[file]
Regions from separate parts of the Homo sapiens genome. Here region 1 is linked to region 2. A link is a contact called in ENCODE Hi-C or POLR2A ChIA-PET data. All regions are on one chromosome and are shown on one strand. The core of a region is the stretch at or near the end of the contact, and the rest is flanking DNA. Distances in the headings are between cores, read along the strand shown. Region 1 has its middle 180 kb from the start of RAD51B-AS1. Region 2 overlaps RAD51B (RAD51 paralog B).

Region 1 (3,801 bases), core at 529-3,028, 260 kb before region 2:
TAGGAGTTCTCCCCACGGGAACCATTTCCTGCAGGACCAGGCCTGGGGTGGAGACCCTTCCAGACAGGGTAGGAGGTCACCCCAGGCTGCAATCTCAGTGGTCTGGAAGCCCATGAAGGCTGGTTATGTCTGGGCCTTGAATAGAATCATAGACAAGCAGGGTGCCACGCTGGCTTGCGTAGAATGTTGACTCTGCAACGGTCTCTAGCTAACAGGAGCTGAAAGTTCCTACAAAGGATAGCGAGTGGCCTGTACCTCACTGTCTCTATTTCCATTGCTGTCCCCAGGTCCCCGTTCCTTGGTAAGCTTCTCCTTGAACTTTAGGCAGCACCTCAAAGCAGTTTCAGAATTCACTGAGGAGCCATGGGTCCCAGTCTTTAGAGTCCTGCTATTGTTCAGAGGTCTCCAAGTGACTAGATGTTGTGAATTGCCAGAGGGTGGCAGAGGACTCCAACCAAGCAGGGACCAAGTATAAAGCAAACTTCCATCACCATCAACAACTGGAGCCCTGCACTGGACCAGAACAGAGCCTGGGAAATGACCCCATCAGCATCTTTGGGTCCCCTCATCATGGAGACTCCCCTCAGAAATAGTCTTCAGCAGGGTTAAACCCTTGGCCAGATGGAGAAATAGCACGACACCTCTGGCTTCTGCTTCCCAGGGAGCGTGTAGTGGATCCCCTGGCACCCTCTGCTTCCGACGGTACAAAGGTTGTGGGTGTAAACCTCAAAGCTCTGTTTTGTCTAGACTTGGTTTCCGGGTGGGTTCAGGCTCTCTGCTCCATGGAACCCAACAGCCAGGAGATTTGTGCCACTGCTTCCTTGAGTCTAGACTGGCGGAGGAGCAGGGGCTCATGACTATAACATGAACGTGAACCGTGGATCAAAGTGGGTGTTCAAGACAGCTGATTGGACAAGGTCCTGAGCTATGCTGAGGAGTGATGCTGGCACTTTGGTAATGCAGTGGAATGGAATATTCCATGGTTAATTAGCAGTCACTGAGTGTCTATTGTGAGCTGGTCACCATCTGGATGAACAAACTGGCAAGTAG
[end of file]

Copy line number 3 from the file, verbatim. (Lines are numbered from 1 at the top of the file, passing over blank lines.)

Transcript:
TAGGAGTTCTCCCCACGGGAACCATTTCCTGCAGGACCAGGCCTGGGGTGGAGACCCTTCCAGACAGGGTAGGAGGTCACCCCAGGCTGCAATCTCAGTGGTCTGGAAGCCCATGAAGGCTGGTTATGTCTGGGCCTTGAATAGAATCATAGACAAGCAGGGTGCCACGCTGGCTTGCGTAGAATGTTGACTCTGCAACGGTCTCTAGCTAACAGGAGCTGAAAGTTCCTACAAAGGATAGCGAGTGGCCTGTACCTCACTGTCTCTATTTCCATTGCTGTCCCCAGGTCCCCGTTCCTTGGTAAGCTTCTCCTTGAACTTTAGGCAGCACCTCAAAGCAGTTTCAGAATTCACTGAGGAGCCATGGGTCCCAGTCTTTAGAGTCCTGCTATTGTTCAGAGGTCTCCAAGTGACTAGATGTTGTGAATTGCCAGAGGGTGGCAGAGGACTCCAACCAAGCAGGGACCAAGTATAAAGCAAACTTCCATCACCATCAACAACTGGAGCCCTGCACTGGACCAGAACAGAGCCTGGGAAATGACCCCATCAGCATCTTTGGGTCCCCTCATCATGGAGACTCCCCTCAGAAATAGTCTTCAGCAGGGTTAAACCCTTGGCCAGATGGAGAAATAGCACGACACCTCTGGCTTCTGCTTCCCAGGGAGCGTGTAGTGGATCCCCTGGCACCCTCTGCTTCCGACGGTACAAAGGTTGTGGGTGTAAACCTCAAAGCTCTGTTTTGTCTAGACTTGGTTTCCGGGTGGGTTCAGGCTCTCTGCTCCATGGAACCCAACAGCCAGGAGATTTGTGCCACTGCTTCCTTGAGTCTAGACTGGCGGAGGAGCAGGGGCTCATGACTATAACATGAACGTGAACCGTGGATCAAAGTGGGTGTTCAAGACAGCTGATTGGACAAGGTCCTGAGCTATGCTGAGGAGTGATGCTGGCACTTTGGTAATGCAGTGGAATGGAATATTCCATGGTTAATTAGCAGTCACTGAGTGTCTATTGTGAGCTGGTCACCATCTGGATGAACAAACTGGCAAGTAG